Catherine Bamford, the well-known legal engineer, has launched a free resource called the Doc Auto Database that lists 250 providers of document automation software to help lawyers navigate the field.
The database is part of the Bam Legal consulting site and it’s incredible to think that there are so many companies offering variations of basically the same end result. Although, that said, some take quite different approaches to getting to that result, from no-code graphical interface systems that can be used for many other tasks, to CLM systems that have this as part of their offering, to very niche point solutions that only do doc automation.
Bam Legal is a consultancy that provides clients help with doc automation tasks, but it’s a very useful resource all the same. Bamford has also added a taxonomy to help break down some of the key aspects of the companies, e.g. showing pricing models and key differentiators.
Although there are dozens of companies that can be searched for in the database, there are also ‘Top Picks’ across several categories, such as: Doc Automation in general; Contract Lifecycle Capabilties; and Process Automation Capabilities.
Bamford told Artificial Lawyer: ‘We get approached all the time by law firms and inhouse teams asking which document automation tool they should buy and our answer is always that there is no ‘one size fits all’.
‘It depends very much on their use case, who their users are, and what types of documents they want to automate. To help, my team and I have created this free site to help everyone choose which document automation software is right for them.’
She added that the companies do not pay to be listed, although it’s clear that certain companies are a bit more favoured than others via the ‘Top Picks’ section, which is to be expected given Bamford’s long experience in this area.
The move comes as more and more legal tech listings appear. Even this site has one that launched back in 2017, the AL 100 legal tech directory, and which helped to inform this new one. And even US law firm, Orrick, has created a detailed directory called the Observatory. In their case it shows around 70 companies that offer doc automation.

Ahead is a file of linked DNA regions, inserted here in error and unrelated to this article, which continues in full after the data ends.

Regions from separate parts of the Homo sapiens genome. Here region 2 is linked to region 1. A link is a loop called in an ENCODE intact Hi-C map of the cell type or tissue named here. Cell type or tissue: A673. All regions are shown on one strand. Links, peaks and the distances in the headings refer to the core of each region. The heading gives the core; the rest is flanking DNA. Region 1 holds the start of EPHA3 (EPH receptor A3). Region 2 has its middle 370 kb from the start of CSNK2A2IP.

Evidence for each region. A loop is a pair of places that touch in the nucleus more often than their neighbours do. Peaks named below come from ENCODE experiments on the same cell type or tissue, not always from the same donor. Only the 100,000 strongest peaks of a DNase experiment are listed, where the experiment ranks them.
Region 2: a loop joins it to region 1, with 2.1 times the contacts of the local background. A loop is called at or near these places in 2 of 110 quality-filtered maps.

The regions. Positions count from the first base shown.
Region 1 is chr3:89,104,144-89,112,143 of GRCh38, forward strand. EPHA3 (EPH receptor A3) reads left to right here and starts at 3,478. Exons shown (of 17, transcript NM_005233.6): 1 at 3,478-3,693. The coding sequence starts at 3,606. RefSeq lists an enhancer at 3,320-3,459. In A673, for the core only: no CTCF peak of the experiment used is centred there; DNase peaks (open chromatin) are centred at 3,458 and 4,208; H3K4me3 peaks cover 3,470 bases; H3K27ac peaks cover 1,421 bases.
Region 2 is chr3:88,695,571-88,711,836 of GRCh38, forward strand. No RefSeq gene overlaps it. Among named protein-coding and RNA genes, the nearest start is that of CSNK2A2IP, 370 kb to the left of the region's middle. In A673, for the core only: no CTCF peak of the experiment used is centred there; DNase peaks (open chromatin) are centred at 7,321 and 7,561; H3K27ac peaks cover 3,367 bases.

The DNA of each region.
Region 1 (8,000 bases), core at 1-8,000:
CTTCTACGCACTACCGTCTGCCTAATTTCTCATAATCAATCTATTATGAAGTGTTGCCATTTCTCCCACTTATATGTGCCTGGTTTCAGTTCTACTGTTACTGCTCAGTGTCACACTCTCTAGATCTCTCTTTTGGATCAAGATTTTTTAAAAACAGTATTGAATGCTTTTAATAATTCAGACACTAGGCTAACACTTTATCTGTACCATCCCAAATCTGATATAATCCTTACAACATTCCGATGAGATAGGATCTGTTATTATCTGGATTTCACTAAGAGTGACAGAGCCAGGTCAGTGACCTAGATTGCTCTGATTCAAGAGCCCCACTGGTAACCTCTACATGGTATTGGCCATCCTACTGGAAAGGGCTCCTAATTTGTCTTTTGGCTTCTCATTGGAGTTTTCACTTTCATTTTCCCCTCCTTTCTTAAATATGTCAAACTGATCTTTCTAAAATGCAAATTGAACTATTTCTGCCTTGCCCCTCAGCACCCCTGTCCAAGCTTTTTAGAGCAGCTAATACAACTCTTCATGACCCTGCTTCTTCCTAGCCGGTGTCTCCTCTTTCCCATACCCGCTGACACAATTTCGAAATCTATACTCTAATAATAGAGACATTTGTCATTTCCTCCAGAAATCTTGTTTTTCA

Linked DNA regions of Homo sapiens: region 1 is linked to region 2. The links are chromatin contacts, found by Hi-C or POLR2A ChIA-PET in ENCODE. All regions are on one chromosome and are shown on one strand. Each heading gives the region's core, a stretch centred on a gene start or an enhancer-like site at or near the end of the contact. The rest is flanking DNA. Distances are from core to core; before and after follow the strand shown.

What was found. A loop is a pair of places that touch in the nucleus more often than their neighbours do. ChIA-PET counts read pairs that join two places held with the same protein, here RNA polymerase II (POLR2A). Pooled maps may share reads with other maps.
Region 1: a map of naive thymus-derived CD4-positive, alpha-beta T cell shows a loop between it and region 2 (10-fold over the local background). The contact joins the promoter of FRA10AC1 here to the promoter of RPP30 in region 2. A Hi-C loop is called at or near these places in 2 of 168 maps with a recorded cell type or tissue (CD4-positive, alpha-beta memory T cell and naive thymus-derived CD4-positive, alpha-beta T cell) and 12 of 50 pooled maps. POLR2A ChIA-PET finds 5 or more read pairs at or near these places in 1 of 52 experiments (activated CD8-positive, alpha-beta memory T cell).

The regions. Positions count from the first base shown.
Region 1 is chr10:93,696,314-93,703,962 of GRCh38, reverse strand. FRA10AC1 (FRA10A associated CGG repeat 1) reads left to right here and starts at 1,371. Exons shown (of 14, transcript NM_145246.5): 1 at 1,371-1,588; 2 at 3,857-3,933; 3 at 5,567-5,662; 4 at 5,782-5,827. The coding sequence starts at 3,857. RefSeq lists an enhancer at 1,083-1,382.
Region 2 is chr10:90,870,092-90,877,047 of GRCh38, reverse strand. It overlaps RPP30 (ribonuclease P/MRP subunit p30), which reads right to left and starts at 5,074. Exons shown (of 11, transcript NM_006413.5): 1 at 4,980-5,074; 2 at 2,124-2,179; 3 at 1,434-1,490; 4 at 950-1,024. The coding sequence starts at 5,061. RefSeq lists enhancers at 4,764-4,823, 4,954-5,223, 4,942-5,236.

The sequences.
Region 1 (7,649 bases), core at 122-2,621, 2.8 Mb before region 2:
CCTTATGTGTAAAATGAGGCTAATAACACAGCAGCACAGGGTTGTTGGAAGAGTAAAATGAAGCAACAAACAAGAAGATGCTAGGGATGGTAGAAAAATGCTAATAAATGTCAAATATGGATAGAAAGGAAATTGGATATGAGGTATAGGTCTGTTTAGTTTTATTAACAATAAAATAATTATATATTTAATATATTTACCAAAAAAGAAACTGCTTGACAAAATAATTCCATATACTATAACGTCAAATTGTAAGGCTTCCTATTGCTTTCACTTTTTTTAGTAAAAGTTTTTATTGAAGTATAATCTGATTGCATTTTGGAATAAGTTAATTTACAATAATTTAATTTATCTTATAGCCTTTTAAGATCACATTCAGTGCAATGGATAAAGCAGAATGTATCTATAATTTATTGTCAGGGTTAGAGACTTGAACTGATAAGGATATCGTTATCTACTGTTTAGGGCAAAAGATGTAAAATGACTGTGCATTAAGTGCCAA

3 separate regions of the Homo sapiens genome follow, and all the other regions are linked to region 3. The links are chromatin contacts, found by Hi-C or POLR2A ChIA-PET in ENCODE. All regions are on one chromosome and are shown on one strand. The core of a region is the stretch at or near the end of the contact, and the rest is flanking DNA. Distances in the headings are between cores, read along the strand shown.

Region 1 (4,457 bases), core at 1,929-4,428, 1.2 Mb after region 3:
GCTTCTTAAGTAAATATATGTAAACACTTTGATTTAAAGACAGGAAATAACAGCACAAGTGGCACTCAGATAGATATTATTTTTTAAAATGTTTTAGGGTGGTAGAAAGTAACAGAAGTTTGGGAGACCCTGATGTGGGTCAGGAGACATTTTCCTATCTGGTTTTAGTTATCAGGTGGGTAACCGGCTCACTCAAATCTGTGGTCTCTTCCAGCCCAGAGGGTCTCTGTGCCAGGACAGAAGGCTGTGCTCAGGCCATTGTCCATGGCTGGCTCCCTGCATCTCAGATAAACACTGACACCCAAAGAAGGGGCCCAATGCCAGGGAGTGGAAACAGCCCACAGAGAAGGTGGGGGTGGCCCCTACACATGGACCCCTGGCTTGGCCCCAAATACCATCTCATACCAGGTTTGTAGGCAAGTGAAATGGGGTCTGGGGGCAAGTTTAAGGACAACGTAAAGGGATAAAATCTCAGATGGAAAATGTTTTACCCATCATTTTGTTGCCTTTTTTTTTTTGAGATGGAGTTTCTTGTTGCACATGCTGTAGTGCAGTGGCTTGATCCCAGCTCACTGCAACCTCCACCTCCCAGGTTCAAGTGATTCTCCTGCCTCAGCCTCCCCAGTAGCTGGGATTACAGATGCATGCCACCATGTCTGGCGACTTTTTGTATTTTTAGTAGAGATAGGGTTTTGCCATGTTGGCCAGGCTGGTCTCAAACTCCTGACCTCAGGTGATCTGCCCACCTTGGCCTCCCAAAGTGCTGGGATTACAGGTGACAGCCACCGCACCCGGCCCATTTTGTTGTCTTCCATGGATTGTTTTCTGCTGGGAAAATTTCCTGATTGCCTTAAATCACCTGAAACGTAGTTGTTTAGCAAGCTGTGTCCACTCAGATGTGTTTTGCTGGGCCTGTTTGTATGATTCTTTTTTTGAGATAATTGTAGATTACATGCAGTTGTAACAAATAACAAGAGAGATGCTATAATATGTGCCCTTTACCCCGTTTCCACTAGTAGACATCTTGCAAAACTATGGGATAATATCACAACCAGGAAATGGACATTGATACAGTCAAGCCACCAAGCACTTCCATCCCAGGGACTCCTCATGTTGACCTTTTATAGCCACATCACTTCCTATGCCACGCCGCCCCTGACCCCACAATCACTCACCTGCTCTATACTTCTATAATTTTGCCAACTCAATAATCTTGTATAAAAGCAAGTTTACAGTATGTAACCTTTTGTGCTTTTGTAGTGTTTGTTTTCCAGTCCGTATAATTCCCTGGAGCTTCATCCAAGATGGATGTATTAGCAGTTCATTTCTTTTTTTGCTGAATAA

The challenge for the potential buyers is breaking through the sheer amount of information, which as this database shows for doc automation, is enormous. Few law firms have the time and resources to test out more than a small handful of providers, and testing doc automation is going to be a lot less complex than setting up accuracy tests for something like large-scale due diligence reviews, by way of comparison. As to testing out a number of CLM systems at scale before you buy, well, that is quite an ask for an inhouse legal team.
This raises bigger questions about how we all buy legal tech in the first place.
If we look at the buying behaviour in our own lives we can perhaps find a clue or two. People tend to want several things: a view of the wider market for the thing they want; recommendations from peers and friends i.e. trusted reviews from people who know more about the products than we do; and they also perhaps want input from an expert, e.g. Which magazine.
There are also plenty of other factors, such as in the absence of detailed knowledge then people will understandably check out the brands that are most well-known or appear to have a good position in the market. I.e. it’s a human instinct to be informed by brand positioning, as it often can be an indicator of real value – although only testing it out will provide the proof. E.g. we assume that a Mercedes is probably going to be better than a Kia as it has a higher brand position in the market. (But, you may not want better, you may just want good enough.)
Of course, because this is the law, issues around security, reliability and accurate operation are super important. Moreover, good support may be a factor, although that would be important in any sector.
And finally, there is price. For large commercial law firms this may not be the defining aspect, but it will always play some part. Given a choice between two seemingly identical products then price may have a clear impact.
In short, there is so much information that goes into making a choice that a database on its own is really always just a starting point, and you will probably want to talk to the vendor, see their demos, understand their thinking and approach to what they are doing, (and even explore their vision), as well as understand that company’s position in the market, including taking in expert input, before you make that choice.
Either way, this is a welcome move, and more transparency and data sharing in the legal sector can only help buyers to ultimately make more informed decisions.
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